In order to explain fetishes, Freud argued that our experiences as we grow into fully developed sexual beings lead some people to attach sexual feelings to unexpected objects, like shoes or bannisters or the Eiffel Tower. But those of us who have more usual sexual experiences and input learn to attach our sexual feelings to more mundane things like other people. And we learn our preferences from the things that stir our sexual feelings in our early stages of development. That’s why some people find beards attractive and others hate them, some people like blondes and others don’t, some people like foot massages and others don’t, and so on. We’re learning from everything around us including the representations of sexuality we encounter in the media. In fact, in our much-vaunted media-saturated society, we probably now learn much more about notions of sexuality from the media than we do from anywhere else, especially when we are young.

There’s nothing intrinsically wrong with this, until we examine whether the messages about sex we are learning from our media are a real representation of free human sexuality, or whether they depict only one version of what sexuality is all about. Many claim that non-mainstream porn exists specifically to depict the entire cornucopia of human sexuality, and is thereby liberating, and that may well be true. For the sake of this discussion, however, I am looking only at mainstream, freely available soft porn such as Page 3 and lad’s mags, because it’s those that we are most frequently confronted with and therefore those that will have the biggest impact on our learning about sexuality. What these media seem to be teaching our young people is that no human is sexually desirable unless they are preened and pumped and smooth and flawless and firm and their sexual doings are as perfectly performed as the edited cavortings of the stars of an MTV music video. Media representations of sex seem to encourage people to see it as all about performance – how they look – rather than how they feel. I don’t see any real signs that the sexual expectations on young people are making them any more liberated than former generations who were, at least, free to have sex (or not) in their own actual skins. They were not led to believe they had to mould themselves into some sort of impossibly perfect (and expensive to maintain) ideal before they got their kit off.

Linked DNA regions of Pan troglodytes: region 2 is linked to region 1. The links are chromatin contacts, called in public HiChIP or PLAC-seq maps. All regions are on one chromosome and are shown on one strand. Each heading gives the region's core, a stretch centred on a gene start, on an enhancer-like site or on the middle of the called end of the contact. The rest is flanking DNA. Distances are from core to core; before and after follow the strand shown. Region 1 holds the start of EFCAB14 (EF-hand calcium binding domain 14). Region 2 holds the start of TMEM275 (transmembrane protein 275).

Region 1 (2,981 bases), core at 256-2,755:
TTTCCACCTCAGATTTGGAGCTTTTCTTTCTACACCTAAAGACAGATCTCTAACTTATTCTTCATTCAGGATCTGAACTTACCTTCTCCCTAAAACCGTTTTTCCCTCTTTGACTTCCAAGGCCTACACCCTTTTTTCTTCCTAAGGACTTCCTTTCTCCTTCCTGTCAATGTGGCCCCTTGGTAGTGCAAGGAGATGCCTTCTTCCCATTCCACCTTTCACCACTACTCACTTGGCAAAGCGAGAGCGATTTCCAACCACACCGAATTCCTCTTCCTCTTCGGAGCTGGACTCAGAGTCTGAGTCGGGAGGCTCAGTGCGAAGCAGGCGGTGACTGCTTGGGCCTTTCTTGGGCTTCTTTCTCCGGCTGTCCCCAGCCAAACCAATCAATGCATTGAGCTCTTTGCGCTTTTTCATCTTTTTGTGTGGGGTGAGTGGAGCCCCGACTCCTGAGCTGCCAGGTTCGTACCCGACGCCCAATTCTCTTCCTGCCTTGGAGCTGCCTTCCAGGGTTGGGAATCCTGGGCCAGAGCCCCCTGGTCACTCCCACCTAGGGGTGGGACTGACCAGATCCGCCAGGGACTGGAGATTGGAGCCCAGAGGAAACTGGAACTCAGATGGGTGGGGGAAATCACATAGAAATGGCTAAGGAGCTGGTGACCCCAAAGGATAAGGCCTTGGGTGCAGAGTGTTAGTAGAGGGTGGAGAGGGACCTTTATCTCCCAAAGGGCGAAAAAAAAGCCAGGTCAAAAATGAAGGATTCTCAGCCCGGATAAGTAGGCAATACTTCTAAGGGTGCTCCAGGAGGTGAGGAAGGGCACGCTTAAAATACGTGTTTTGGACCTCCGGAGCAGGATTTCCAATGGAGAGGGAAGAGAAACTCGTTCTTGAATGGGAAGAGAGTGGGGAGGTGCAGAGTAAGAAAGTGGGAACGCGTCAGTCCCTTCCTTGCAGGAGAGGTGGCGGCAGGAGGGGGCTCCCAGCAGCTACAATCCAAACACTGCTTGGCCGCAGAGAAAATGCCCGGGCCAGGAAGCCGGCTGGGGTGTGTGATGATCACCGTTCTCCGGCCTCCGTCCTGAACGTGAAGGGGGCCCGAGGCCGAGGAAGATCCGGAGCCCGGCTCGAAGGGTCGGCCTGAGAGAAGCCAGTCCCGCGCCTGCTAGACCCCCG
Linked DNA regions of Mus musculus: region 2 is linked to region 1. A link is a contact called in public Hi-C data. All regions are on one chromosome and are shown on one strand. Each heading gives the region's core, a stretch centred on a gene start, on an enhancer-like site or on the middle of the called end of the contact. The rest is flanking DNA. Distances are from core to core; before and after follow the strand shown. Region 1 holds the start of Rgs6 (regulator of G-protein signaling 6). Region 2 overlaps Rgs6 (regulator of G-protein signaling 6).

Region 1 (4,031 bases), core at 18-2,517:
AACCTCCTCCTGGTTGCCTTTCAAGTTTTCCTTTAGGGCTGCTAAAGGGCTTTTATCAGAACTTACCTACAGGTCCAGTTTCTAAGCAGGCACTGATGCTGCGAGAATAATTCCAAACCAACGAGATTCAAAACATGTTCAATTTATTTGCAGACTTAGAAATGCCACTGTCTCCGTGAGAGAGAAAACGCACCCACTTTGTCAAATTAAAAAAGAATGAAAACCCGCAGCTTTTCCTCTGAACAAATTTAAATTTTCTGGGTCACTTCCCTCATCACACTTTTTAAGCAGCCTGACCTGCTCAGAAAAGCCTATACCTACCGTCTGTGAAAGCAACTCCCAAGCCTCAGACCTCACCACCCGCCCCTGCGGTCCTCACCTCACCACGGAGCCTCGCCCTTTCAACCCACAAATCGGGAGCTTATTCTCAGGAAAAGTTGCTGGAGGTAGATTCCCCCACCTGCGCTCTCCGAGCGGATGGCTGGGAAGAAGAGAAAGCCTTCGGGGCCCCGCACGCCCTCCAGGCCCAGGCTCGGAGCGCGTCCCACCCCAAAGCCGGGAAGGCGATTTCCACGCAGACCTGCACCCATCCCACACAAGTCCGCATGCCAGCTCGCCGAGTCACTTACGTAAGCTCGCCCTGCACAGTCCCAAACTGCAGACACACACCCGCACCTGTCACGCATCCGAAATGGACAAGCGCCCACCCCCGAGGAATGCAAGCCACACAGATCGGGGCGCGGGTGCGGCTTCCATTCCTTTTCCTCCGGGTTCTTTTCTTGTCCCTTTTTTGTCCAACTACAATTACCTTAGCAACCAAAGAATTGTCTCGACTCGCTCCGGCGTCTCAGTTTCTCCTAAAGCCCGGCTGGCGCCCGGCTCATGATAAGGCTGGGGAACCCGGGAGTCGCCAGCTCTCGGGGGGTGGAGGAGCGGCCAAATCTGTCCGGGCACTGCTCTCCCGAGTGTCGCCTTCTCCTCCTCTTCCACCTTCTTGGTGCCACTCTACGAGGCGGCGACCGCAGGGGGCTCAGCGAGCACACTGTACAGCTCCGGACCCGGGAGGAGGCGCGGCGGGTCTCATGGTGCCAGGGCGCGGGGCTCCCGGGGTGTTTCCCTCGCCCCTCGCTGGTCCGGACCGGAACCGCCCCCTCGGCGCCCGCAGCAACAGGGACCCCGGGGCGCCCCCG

So, the reason I would like Page 3 out of the papers along with the removal of soft porn from the newsagent shelves is because I feel it is part of a culture that is just as repressive about sex as it was in earlier times. Instead of hiding sex altogether as earlier generations perhaps tried to do, we now put it on display everywhere – but we put such a sanitised, tacky, shallow, prescriptive version of it on display that it confines and limits young people’s ideas of what sex is.

I don’t want to ban porn at all, I just want it to be something people have to seek out rather than something that appears in front of our eyes whether we want it to or not. I want our children to learn about sex mainly from talking openly about it and experiencing relationships with other young people with real, lovely, imperfect, varied bodies and minds. I want them to understand that sex is fantastic and intimate and all about sharing your actual real self with another person (or people if that’s your thing), not about putting on a performance of an ideal imposed from outside. I want them to grow up knowing that sex is about feelings and not about how you look when you’re doing it. I don’t want our daughters to grow up feeling that the ultimate accolade is to look good naked so that men they would never want anywhere near them will drool over them. If our young people want to look at porn, it’s fine, but the act of having to go and find it in and of itself would show them that it is something different from everyday human sexual experience. Not wrong, just different. Doing this would hopefully lessen the influence of mainstream soft pornification on people’s individual sexualities and create more not less freedom of sexual expression.

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Thank you for my life, unknown man.